The issue of Maratha reservation has stirred up once again in Maharashtra after four years, with the police lathi-charge incident during the protest in Jalna gaining spotlight.
After the Jalna incident, the angry Maratha community has begun holding protests in different parts of the state, including in deputy chief minister Ajit Pawar’s hometown in Baramati.
Activist Manoj Jarange, who has been sitting on fast for the last 15 days, has one straight demand — reservation for Marathas.
The state government had decided to give the OBC certificates to the Marathas of Marathwada, but has now formed a committee, which will issue the Kunbi caste certificates from the region to those who possess revenue or education documents from the Nizam era that recognise them as Kunbis.
Jarange is adamant that Marathas across Maharashtra be considered as Kunbis and the government should issue a caste certificate to avail the OBC quota. He further said the state government had issued a Government Resolution (GR) in 2004 promising to give Kunbi caste certificates to Maratha-Kunbis, Kunbi-Marathas and Kunbis. But for the last 19 years, it has not been implemented which the state government should do immediately by revising the GR.
Maharashtra Chief Minister Eknath Shinde had called an all-party meeting late Monday evening on the issue of Maratha reservation where a resolution was passed unanimously that Jarange should end his protest and allow retired Justice Sandeep Shinde committee some time to work on the issue.
It was also decided in the meeting that Jarange can nominate a person from his camp to be a member of the Shinde committee. The state government has also started the process to retract all offences registered against the Maratha community during the Jalna incident.
Maharashtra’s 30% population comprises Marathas, according to the last caste census that happened in 1931. For more than 20 years, the community is asking for the reservation in education and government jobs.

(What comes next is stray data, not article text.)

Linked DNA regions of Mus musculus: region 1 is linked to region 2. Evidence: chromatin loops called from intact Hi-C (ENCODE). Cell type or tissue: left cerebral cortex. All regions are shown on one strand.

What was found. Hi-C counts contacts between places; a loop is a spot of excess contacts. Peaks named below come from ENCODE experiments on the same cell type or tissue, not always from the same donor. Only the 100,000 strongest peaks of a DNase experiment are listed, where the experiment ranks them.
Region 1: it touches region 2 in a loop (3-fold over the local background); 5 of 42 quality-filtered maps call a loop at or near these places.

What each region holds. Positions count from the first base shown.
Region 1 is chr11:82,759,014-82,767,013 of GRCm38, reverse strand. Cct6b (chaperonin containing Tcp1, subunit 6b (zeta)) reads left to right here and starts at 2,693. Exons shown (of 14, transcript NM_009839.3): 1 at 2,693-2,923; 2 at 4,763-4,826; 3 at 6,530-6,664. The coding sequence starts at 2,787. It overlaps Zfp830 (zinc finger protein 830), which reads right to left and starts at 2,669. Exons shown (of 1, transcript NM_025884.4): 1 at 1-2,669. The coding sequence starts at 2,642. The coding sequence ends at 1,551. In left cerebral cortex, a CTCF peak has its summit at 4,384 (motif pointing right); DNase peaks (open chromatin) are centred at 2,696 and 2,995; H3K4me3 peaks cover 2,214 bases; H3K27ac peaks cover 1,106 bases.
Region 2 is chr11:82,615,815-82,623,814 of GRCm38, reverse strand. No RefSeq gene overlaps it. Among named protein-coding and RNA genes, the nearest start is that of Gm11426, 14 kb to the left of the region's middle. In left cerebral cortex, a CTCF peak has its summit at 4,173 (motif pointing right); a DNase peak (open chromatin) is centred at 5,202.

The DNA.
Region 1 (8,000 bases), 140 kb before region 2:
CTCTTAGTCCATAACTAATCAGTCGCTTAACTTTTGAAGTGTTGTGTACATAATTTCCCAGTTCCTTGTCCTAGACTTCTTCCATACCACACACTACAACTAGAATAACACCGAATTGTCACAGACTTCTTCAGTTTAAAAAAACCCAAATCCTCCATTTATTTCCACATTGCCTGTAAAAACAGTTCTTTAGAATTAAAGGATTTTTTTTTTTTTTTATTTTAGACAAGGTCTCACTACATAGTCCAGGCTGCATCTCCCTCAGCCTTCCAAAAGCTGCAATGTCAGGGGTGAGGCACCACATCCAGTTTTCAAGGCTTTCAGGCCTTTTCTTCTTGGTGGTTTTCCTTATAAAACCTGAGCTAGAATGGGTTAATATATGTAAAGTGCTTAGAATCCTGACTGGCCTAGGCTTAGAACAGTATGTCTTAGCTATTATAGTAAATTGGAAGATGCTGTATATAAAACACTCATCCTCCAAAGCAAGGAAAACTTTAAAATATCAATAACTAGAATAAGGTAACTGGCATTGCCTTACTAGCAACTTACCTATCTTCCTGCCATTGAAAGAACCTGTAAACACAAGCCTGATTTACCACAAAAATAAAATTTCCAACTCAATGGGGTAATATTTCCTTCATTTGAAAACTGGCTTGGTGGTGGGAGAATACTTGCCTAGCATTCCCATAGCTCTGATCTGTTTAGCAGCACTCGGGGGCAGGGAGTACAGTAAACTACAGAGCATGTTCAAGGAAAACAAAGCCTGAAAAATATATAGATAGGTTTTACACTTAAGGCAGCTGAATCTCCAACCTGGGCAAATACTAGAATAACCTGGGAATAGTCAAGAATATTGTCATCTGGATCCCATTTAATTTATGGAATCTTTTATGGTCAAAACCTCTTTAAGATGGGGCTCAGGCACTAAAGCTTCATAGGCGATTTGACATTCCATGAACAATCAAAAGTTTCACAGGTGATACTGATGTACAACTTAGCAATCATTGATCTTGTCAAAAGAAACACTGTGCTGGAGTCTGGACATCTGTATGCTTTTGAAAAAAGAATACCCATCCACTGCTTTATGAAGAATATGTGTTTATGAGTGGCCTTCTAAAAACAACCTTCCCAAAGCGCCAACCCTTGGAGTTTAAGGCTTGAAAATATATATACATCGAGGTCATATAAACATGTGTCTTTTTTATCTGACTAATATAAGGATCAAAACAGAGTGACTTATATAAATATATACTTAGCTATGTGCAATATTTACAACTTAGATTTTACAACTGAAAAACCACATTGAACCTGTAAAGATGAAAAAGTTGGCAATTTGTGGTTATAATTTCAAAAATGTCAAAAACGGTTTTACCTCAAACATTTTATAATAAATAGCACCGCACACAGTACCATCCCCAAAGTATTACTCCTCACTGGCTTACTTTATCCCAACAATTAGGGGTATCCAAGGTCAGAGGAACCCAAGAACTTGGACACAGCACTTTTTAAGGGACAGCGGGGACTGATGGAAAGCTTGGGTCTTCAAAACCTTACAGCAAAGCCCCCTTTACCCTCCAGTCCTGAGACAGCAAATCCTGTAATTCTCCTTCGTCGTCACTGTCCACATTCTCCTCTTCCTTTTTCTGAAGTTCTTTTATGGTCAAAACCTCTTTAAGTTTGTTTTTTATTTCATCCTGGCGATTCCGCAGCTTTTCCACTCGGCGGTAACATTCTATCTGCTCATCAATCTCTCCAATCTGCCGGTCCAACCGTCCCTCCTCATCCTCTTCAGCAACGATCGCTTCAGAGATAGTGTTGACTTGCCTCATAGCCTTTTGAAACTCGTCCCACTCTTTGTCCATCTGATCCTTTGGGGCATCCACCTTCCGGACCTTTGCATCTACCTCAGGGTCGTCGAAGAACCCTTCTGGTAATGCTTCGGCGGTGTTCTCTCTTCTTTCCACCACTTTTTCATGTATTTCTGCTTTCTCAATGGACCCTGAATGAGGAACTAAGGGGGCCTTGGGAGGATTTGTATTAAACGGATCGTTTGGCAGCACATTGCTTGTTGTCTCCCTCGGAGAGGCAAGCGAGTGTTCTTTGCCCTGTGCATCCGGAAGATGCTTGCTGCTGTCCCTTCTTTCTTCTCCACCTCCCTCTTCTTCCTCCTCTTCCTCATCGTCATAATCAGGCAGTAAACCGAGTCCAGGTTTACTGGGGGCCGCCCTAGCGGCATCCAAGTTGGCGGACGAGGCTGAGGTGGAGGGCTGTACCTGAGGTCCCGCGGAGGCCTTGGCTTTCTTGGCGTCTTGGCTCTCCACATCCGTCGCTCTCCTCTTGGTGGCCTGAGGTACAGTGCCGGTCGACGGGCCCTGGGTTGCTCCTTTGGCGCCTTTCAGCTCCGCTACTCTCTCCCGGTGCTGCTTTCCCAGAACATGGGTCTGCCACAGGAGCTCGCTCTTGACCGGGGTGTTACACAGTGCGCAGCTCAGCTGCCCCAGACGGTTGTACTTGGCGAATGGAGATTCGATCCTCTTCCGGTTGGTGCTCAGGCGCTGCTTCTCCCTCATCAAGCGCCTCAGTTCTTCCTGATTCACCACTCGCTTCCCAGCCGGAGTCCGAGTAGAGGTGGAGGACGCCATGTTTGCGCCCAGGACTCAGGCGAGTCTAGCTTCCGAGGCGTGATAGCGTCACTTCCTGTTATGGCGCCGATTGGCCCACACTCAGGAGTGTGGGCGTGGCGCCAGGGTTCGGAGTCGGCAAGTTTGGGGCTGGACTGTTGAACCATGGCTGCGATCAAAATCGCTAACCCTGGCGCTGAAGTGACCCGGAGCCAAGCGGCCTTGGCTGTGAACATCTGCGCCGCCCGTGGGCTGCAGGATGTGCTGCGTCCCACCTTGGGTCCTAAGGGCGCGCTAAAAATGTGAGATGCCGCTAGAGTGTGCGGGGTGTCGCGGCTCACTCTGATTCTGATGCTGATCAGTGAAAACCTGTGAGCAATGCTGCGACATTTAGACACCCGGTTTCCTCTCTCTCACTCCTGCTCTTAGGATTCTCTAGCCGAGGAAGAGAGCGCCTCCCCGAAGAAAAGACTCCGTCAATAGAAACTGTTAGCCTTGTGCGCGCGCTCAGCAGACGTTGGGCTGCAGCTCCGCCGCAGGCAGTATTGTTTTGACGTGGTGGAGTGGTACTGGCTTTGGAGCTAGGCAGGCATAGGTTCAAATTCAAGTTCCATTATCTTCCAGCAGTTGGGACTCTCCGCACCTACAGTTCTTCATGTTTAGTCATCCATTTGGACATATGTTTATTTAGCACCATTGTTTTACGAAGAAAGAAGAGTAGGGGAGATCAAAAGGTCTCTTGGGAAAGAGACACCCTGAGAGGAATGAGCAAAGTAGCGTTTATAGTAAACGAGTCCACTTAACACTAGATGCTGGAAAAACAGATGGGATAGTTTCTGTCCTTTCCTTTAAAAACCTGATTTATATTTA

During 2017-18, the community also held many silent protests across the state, which forced then BJP-Shiv Sena government to give 16% reservation to the community. The reason behind the move was to seek the support of the Marathas and portray Congress and NCP are weaklings for not being able to resolve the issue for years.
But that idea didn’t work for the BJP-Sena alliance as the issue was taken up by the Bombay High Court, which upheld the constitutional validity of the Maharashtra government’s bill, and proposed to slash the 16% quota to 12% in educational institutions and 13% in government appointments as recommended by the State Commission for Backward Classes. This upset the BJP-Sena government led by Devendra Fadnavis.
During the Uddhav Thackeray-led Maha Vikas Aghadi (MVA) government in the state, the issue reached the door of the Supreme Court in 2021, which quashed the law that granted reservation to Marathas, saying there was no need to revisit its 1992 verdict capping quota at 50%.
The SC said there were no “exceptional circumstances” or an “extraordinary situation” in Maharashtra for the state government to breach the limit. In addition, it ruled that the state had no authority to accord socially and economically backward status to a community: only the president can tweak the central list of socially and backward classes, said the court. States can only make “suggestions”.
Now, when the BJP is in power again in Maharashtra, the issue of Maratha reservation is beginning to haunt them. The option with CM Shinde now remains that the state government expands the overall quota from its existing 50% so that the Marathas can get the reservation.
The idea does not bode well as it may pacify protesting Jarange and the Marathas for the time being but will have a larger impact on the community from other parts of the state, especially western Maharashtra.
Certainly, they will protest the government and its move. If the government is considering the records of Nizam for the reservation of Marathas of the Marathwada region, then what documents will it check when it comes to the community from western Maharashtra, Konkan, Vidarbha, Khandesh, which was never ruled under the Nizam?
The Shinde-Fadnavis-Pawar government does not have the answer to this question.
Giving ‘Kunbi’ cast certificates to avail the reservation under the OBC quota can be seen as a solution for one region but the Marathas from the other region will not agree to it. Moreover, the OBC community will also get hurt as the Marathas will get added up in their quota.
There are also voices in the favour of caste census as the last one took place in 1931. This may give a clear idea about all castes and their statuses in Maharashtra. Till the time the issue of the Maratha reservation is not resolved, the government will remain burdened.
With the 2024 Lok Sabha Elections approaching, there is no doubt that the Maratha reservation issue will certainly become a headache for the current BJP-Sena government if it does not find a solution soon.